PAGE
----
“The food services industry in India which has three or four segments restaurant business, food consumed at work and food consumed in factories, hospitals and educational institutions decide the food that we serve. All of these sectors will have very different world after presumption of business,” shared Sanjay Kumar, CEO, Elior India.
The world won’t be the same after COVID19 till the time vaccine or permanent cure is found. One of the industries that is going to really affected is the food service industry. It is the largest employers of labor and one of the worst hit that construction because at the end of the day this sector has the high intensity of labor be it restaurants, industries or factories were people cook and serve food.
The post COVID given the three or four drivers like social distancing, reduction in human contact and higher levels of safety in both cooking and handling of both raw materials and finished goods the food industry is going to be under tremendous stress. This stress is not going to be possible for the state to mitigate because as a developing country the government cannot be reimbursing wages as it is a practice currently in the developed economies. That’s not the case that the private enterprise should participate in the recovery of the industry then the approach to private enterprise has to be one of partnership and that partnership starts by having in sync trust that the food service industry is at the core of enabling economic recovery because it brings to together both agriculture, human resources at the front end and the drivers of the consumption in terms of household income.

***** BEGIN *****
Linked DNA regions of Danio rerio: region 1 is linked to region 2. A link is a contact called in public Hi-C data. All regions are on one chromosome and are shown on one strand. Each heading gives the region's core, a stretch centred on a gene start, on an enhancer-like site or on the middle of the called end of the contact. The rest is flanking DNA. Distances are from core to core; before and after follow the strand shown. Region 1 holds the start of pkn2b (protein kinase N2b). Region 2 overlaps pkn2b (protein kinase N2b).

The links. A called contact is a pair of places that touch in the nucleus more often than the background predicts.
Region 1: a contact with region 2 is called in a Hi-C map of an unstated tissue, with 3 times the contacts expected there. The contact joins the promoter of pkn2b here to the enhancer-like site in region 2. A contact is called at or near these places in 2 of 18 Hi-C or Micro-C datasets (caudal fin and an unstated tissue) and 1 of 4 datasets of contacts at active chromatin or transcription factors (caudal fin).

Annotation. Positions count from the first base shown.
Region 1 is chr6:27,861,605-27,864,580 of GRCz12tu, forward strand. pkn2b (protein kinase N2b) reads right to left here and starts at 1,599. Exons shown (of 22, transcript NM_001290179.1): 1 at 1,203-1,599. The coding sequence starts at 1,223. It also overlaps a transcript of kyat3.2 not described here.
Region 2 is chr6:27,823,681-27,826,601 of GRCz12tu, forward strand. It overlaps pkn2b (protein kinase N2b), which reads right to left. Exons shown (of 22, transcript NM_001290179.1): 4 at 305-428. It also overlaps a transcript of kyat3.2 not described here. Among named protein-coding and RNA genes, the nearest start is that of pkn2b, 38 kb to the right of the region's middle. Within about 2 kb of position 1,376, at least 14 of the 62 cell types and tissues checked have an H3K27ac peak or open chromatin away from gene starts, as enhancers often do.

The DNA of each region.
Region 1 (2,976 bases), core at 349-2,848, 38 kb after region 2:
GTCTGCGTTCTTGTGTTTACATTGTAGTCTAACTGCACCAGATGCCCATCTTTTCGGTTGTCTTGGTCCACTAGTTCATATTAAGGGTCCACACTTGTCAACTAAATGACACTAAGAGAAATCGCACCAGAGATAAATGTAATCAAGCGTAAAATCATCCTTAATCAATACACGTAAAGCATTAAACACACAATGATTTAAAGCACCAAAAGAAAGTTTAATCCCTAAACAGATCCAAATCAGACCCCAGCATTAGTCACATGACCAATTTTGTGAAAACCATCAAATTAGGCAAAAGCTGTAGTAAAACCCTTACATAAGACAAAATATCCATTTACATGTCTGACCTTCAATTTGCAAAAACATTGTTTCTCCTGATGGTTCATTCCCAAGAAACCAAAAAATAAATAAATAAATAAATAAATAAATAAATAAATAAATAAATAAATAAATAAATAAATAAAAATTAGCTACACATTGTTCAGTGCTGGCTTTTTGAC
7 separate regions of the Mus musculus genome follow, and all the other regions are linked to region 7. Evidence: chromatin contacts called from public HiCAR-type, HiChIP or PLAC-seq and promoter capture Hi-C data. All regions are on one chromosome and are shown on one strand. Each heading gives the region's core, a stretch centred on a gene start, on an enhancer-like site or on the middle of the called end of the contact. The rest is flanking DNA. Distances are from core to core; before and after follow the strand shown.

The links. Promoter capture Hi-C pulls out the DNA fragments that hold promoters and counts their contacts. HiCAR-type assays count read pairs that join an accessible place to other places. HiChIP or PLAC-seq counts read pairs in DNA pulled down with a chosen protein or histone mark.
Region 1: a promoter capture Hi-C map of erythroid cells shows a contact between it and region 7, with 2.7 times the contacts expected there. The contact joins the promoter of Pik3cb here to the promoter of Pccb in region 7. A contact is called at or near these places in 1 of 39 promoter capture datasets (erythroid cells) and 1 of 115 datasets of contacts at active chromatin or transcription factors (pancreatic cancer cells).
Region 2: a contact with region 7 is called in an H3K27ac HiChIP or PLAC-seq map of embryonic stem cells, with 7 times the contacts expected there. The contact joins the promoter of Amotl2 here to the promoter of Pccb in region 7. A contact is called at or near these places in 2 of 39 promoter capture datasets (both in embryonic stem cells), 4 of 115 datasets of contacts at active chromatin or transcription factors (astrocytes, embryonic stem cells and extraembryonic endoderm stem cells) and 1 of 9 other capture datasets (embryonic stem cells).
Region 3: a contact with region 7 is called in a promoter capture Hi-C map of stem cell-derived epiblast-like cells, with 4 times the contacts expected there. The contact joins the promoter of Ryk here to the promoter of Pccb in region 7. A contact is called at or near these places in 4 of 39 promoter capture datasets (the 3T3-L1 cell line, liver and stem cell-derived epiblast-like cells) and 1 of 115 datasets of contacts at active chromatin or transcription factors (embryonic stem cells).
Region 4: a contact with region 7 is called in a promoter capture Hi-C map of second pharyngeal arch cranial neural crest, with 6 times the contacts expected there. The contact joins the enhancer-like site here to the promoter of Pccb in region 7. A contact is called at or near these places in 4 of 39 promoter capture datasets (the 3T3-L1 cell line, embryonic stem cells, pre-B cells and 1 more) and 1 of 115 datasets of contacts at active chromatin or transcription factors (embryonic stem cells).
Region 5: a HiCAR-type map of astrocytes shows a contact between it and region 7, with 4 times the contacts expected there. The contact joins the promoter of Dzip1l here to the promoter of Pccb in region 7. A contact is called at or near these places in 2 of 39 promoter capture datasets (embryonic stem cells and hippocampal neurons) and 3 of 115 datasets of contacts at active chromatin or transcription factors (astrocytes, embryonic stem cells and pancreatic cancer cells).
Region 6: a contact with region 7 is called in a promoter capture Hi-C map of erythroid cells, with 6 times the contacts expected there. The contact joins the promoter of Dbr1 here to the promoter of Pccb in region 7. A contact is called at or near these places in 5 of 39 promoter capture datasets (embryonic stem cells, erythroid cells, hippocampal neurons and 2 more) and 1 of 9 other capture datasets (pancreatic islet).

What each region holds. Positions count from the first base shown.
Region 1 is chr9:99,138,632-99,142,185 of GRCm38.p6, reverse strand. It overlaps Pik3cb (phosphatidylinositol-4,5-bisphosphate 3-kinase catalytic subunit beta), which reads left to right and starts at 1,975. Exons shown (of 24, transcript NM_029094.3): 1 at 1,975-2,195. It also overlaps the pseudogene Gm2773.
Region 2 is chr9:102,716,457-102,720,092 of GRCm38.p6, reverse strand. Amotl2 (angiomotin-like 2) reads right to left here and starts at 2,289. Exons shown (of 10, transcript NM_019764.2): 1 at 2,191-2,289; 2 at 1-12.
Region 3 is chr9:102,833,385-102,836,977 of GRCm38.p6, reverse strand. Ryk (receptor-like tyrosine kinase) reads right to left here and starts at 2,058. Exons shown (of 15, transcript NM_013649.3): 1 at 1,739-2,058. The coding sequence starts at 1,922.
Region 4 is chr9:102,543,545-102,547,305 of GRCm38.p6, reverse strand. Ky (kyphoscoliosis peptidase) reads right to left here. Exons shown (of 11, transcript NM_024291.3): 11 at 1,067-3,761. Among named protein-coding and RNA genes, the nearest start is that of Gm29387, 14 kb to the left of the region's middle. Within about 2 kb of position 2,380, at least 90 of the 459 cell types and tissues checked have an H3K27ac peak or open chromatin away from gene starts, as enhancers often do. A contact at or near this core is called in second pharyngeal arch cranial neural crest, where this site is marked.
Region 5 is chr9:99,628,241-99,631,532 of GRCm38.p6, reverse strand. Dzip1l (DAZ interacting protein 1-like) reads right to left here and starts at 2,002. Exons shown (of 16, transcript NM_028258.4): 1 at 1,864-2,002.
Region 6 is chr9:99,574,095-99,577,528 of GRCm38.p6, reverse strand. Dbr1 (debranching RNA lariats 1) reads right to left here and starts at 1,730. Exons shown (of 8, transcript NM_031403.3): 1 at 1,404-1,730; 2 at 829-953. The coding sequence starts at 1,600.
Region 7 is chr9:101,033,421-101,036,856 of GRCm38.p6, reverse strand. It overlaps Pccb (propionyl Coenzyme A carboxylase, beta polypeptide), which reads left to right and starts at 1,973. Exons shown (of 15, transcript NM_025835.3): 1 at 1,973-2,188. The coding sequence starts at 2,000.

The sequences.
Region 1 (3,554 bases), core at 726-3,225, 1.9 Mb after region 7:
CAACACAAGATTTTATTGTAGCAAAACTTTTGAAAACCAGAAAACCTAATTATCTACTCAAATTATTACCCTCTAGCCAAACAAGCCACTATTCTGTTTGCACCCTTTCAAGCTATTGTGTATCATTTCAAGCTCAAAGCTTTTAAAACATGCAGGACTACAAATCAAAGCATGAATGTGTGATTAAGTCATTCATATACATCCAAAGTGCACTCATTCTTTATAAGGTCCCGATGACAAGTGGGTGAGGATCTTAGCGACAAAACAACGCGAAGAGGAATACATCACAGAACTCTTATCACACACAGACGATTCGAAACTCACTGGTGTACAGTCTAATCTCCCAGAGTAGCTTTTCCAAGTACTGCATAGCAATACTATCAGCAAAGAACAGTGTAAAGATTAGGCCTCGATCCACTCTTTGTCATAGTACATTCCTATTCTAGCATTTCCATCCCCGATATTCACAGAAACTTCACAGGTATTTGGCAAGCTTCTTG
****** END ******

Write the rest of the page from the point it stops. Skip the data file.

SO, post COVID if the food industry has to recover and do business it will have to change the way it has been working. It will require significant investments, smaller players will be under increasing stress because banks are not going to lend to the current business models where there is no traceability of products or raw materials and with removal of Input Tax Credit there is no traceability left in the supply chain. “Post COVID unless GST is reinstated, Input Tax Credit is given to the food industry enabling the critical safety practices is going to be impossible because the willingness to make those investments by the corporates or food producers is going to be very low as those expenses will not be chargeable for claiming Input Tax Credit,” added Kumar. So, a facilitating regime which recognizes the challenges of the economic recovery and enables industry to then step up and make those investments and being able to take credit is what will provide for healthier and accelerated recovery for the industry.